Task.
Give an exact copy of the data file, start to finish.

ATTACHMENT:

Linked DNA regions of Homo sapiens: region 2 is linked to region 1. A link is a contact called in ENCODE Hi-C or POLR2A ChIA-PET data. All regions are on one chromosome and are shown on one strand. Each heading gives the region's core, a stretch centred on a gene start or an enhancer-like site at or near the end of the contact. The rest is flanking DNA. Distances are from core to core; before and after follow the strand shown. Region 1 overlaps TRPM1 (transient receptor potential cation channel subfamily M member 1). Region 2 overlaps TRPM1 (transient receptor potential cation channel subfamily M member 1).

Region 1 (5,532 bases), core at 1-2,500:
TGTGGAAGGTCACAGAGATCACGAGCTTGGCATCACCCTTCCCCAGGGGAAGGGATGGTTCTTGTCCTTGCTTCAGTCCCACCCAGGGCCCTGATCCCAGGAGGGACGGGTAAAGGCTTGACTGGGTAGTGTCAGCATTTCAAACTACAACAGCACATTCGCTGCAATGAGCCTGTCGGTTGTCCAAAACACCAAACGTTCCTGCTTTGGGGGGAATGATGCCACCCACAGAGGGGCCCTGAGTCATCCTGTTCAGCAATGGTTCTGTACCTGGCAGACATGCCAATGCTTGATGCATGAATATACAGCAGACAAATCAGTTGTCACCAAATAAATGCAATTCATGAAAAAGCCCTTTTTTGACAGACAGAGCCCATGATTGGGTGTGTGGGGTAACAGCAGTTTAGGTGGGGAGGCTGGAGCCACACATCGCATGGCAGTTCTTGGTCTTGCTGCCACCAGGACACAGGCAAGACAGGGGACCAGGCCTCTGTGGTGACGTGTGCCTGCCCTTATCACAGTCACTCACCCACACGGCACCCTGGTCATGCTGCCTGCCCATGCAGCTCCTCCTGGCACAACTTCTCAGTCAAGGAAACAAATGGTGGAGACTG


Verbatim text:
Linked DNA regions of Homo sapiens: region 2 is linked to region 1. A link is a contact called in ENCODE Hi-C or POLR2A ChIA-PET data. All regions are on one chromosome and are shown on one strand. Each heading gives the region's core, a stretch centred on a gene start or an enhancer-like site at or near the end of the contact. The rest is flanking DNA. Distances are from core to core; before and after follow the strand shown. Region 1 overlaps TRPM1 (transient receptor potential cation channel subfamily M member 1). Region 2 overlaps TRPM1 (transient receptor potential cation channel subfamily M member 1).

Region 1 (5,532 bases), core at 1-2,500:
TGTGGAAGGTCACAGAGATCACGAGCTTGGCATCACCCTTCCCCAGGGGAAGGGATGGTTCTTGTCCTTGCTTCAGTCCCACCCAGGGCCCTGATCCCAGGAGGGACGGGTAAAGGCTTGACTGGGTAGTGTCAGCATTTCAAACTACAACAGCACATTCGCTGCAATGAGCCTGTCGGTTGTCCAAAACACCAAACGTTCCTGCTTTGGGGGGAATGATGCCACCCACAGAGGGGCCCTGAGTCATCCTGTTCAGCAATGGTTCTGTACCTGGCAGACATGCCAATGCTTGATGCATGAATATACAGCAGACAAATCAGTTGTCACCAAATAAATGCAATTCATGAAAAAGCCCTTTTTTGACAGACAGAGCCCATGATTGGGTGTGTGGGGTAACAGCAGTTTAGGTGGGGAGGCTGGAGCCACACATCGCATGGCAGTTCTTGGTCTTGCTGCCACCAGGACACAGGCAAGACAGGGGACCAGGCCTCTGTGGTGACGTGTGCCTGCCCTTATCACAGTCACTCACCCACACGGCACCCTGGTCATGCTGCCTGCCCATGCAGCTCCTCCTGGCACAACTTCTCAGTCAAGGAAACAAATGGTGGAGACTG